The CPP Tat enhances eGFP cell internalization and transepithelial transport by the larval midgut of Bombyx mori (Lepidoptera, Bombycidae)
ABSTRACT Cell-Penetrating Peptides (CPPs) are short peptides that are able to translocate across the cell membrane a wide range of cargoes. In the past decade, different mammalian cell lines have been used to clarify the mechanism of CPPs penetration and to characterize the internalization process, which has been described either as an energy-independent direct penetration through the plasma membrane, or as endocytic uptake. Whatever the mechanism involved, the cell penetration properties of these peptides make their use very attractive as vector for promoting the cellular uptake of coupled bioactive macromolecules, such as peptides, proteins and oligonucleotides. Here we demonstrate, for the first time in insect, that cultured columnar cells from the larval midgut of Bombyx mori more readily internalize eGFP (enhanced Green Fluorescent Protein) when fused to CPP Tat. Tat-eGFP translocates across the plasma membrane of absorptive cells in an energy-independent and non-endocytic manner, since no inhibition of the fusion protein uptake is exerted by metabolic inhibitors and by drugs that interfere with the endocytic uptake. Moreover, the CPP Tat enhances the internalization of eGFP in the columnar cells of intact midgut tissue, mounted in a suitable perfusion apparatus, and the transepithelial flux of the protein. These results open new perspectives for effective delivery of insecticidal macromolecules targeting receptors located both within the insect gut epithelium and behind the gut barrier, in the hemocoel compartment.
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ABSTRACT: Most bioactive macromolecules, such as protein, DNA and RNA, basically cannot permeate into cells freely from outside the plasma membrane. Cell-penetrating peptides (CPPs) are a group of short peptides that possess the ability to traverse the cell membrane and have been considered as candidates for mediating gene and drug delivery into living cells. In this study, we demonstrate that three arginine-rich CPPs (SR9, HR9 and PR9) are able to form stable complexes with plasmid DNA and deliver DNA into insect Sf9 cells in a noncovalent manner. The transferred plasmid DNA containing enhanced green fluorescent protein (EGFP) and red fluorescent protein (RFP) coding regions could be expressed in cells functionally assayed at both the protein and RNA levels. Furthermore, treatment of cells with CPPs and CPP/DNA complexes resulted in a viability of 84-93% indicating these CPPs are not cytotoxic. These results suggest that arginine-rich CPPs appear to be a promising tool for insect transgenesis.Gene 12/2011; 493(2):201-10. DOI:10.1016/j.gene.2011.11.060 · 2.08 Impact Factor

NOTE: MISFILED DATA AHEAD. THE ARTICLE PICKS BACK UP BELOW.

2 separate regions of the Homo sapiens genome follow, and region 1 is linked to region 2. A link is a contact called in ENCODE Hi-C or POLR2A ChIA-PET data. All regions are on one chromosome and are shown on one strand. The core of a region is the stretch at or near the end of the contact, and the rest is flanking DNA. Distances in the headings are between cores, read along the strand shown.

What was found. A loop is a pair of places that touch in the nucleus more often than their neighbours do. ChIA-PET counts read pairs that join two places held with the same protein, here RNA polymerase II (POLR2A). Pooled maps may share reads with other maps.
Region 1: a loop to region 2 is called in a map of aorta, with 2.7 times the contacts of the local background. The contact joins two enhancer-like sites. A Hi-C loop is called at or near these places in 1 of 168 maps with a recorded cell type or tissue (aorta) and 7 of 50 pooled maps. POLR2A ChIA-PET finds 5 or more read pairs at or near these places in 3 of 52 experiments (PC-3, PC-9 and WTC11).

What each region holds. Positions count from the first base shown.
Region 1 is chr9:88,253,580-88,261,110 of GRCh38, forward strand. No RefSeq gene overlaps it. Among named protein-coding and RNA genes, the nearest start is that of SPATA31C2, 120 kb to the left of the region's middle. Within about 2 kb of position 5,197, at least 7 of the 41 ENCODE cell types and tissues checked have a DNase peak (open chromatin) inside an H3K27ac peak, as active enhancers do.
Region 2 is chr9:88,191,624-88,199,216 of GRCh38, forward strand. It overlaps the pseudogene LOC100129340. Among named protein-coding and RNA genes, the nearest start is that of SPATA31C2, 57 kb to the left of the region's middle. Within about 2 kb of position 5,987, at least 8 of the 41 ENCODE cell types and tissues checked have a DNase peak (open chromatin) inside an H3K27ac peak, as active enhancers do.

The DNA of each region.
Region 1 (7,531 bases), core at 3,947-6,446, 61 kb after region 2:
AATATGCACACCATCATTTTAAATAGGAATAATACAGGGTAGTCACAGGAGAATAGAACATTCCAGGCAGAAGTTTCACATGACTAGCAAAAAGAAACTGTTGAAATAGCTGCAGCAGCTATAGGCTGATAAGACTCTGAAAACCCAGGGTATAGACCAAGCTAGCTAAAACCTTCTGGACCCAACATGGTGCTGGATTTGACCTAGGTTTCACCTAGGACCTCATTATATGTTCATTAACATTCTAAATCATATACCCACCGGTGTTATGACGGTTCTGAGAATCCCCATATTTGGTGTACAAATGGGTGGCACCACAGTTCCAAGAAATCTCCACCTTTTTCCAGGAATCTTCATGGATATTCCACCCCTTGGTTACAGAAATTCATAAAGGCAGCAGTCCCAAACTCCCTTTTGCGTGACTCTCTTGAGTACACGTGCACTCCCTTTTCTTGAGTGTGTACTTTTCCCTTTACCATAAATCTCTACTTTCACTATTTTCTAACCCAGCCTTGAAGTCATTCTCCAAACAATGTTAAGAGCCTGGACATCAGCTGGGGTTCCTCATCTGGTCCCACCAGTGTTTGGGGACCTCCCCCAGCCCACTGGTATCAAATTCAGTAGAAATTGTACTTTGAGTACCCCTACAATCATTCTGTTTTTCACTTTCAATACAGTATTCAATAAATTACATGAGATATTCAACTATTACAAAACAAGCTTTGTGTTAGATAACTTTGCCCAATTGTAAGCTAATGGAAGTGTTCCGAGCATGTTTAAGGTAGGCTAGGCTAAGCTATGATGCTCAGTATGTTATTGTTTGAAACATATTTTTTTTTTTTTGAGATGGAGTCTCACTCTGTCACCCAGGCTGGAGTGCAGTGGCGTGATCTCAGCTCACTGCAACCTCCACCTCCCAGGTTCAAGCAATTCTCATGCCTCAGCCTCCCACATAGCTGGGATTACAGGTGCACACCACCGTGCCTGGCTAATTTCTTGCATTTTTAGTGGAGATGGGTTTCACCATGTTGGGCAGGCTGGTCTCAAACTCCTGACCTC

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ABSTRACT: Several important areas of interest intersect in a class of peptides characterized by their highly cationic and partly hydrophobic structure. These molecules have been called cell-penetrating peptides (CPPs) because they possess the ability to translocate across cell membranes. This ability makes these peptides attractive candidates for delivery of therapeutic compounds, especially to the interior of cells. Compounds with characteristics similar to CPPs and that, in addition, have antimicrobial properties are being investigated as antibiotics with a reduced risk of causing resistance. These CPP-like membrane-acting antimicrobial peptides (MAMPs) are α-helical amphipathic peptides that interact with and perturb cell membranes to produce their antimicrobial effects. One source of MAMPs is spider venom. Because these compounds are toxic to insects, they also show promise for development as biological agents for control of insecticide-resistant agricultural pests. Spider venom is a potential source of novel insect-specific peptide toxins. One example is the small amphipathic α-helical peptide lycotoxin-1 (Lyt-1 or LCTX) from the wolf spider (Lycosa carolinensis). One side of the α-helix has mostly hydrophilic and the other mainly hydrophobic amino acid residues. The positive charge of the hydrophilic side interacts with negatively charged prokaryotic membranes and the hydrophobic side associates with the membrane lipid bilayer to permeabilize it. Because the surface of the exoskeleton, or cuticle, of an insect is highly hydrophobic, to repel water and dirt, it would be expected that amphipathic compounds could permeabilize it. Mutagenized lycotoxin 1 peptides were produced and expressed in yeast cultures that were fed to fall armyworm (Spodoptera frugiperda) larvae to identify the most lethal mutants. Transgenic expression of spider venom toxins such as lycotoxin-1 in plants could provide durable insect resistance.Pharmaceuticals 12/2012; 5(10):1054-1063. DOI:10.3390/ph5101054